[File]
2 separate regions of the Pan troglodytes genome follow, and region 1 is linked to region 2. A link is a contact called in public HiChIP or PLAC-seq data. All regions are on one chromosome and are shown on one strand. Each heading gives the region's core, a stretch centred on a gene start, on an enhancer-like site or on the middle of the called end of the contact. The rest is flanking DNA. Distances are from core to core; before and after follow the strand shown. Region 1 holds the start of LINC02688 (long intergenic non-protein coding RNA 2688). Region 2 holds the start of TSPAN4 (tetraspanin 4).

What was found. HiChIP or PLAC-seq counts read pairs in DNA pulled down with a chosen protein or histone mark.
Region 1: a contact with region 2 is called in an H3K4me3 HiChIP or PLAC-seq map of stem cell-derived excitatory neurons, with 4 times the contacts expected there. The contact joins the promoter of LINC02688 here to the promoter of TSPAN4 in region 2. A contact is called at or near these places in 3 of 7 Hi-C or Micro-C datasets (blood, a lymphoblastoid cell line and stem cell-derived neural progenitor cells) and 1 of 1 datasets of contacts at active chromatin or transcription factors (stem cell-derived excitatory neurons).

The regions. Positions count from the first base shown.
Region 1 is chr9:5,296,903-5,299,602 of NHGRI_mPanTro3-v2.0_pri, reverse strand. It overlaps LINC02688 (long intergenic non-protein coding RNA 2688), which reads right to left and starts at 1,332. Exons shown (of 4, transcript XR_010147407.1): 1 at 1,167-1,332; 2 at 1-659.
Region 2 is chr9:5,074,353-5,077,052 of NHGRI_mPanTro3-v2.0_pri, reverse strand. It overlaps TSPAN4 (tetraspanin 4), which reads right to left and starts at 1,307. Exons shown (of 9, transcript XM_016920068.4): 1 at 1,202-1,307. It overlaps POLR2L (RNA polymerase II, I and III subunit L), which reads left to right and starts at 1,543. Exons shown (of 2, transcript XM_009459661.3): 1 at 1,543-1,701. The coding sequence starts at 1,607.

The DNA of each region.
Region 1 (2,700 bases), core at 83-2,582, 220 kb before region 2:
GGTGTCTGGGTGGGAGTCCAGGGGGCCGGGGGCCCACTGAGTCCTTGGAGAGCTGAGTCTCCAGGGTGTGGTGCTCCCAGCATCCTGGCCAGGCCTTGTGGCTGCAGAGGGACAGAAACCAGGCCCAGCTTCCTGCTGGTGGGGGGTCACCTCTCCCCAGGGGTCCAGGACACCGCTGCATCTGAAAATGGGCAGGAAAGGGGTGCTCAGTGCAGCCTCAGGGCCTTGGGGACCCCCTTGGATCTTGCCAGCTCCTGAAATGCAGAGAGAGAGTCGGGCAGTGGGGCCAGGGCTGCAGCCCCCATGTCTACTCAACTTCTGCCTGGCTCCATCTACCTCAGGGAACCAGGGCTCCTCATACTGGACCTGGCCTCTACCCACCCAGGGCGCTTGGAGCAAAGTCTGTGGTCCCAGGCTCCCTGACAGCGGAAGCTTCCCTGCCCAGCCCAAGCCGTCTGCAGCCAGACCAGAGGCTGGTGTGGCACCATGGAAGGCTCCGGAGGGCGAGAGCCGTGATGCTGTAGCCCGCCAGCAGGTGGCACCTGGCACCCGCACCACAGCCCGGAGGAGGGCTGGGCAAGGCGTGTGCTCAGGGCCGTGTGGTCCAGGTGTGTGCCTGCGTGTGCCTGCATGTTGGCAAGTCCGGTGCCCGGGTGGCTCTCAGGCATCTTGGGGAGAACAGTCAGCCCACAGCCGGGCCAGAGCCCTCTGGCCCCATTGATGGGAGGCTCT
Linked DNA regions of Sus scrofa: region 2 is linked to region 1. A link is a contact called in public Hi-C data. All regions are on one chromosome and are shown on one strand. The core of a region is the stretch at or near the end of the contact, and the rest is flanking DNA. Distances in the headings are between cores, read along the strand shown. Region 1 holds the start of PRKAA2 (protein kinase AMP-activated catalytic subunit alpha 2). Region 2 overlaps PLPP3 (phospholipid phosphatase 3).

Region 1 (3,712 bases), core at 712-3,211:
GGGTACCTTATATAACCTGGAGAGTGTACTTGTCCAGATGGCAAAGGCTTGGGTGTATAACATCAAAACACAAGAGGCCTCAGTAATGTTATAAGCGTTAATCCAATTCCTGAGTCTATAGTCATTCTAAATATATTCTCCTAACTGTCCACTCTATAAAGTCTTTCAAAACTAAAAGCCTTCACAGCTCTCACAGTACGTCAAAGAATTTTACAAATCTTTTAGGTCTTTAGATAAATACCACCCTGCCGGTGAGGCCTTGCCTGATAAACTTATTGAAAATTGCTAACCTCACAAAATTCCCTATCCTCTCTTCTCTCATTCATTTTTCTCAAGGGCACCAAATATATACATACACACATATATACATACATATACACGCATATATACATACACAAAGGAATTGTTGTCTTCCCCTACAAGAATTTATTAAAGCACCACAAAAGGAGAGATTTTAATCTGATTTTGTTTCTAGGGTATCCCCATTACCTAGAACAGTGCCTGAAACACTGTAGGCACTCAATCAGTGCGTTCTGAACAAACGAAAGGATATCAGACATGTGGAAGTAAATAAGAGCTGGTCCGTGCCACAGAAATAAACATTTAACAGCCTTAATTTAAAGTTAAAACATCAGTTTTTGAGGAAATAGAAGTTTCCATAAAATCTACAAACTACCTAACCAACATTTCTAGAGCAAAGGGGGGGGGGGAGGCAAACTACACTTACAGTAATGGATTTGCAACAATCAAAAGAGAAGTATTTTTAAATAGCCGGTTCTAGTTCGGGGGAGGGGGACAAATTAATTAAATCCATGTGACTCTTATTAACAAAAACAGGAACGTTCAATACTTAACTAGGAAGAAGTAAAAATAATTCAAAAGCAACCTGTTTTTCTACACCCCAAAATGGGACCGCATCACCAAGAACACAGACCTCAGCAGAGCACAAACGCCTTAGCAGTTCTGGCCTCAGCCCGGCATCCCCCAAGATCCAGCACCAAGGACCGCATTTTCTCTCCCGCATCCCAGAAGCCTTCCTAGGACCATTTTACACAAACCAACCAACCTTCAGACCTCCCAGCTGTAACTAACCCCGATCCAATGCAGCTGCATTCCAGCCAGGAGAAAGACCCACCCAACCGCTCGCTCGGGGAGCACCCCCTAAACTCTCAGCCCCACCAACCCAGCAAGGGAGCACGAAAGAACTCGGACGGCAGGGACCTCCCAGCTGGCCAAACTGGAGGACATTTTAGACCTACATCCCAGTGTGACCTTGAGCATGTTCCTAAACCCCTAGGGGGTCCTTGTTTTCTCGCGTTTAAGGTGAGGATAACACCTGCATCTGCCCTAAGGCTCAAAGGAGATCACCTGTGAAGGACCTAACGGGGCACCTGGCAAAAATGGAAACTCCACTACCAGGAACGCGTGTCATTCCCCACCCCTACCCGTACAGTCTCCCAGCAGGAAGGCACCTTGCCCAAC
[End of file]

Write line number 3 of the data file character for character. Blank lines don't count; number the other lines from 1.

Region 1: a contact with region 2 is called in an H3K4me3 HiChIP or PLAC-seq map of stem cell-derived excitatory neurons, with 4 times the contacts expected there. The contact joins the promoter of LINC02688 here to the promoter of TSPAN4 in region 2. A contact is called at or near these places in 3 of 7 Hi-C or Micro-C datasets (blood, a lymphoblastoid cell line and stem cell-derived neural progenitor cells) and 1 of 1 datasets of contacts at active chromatin or transcription factors (stem cell-derived excitatory neurons).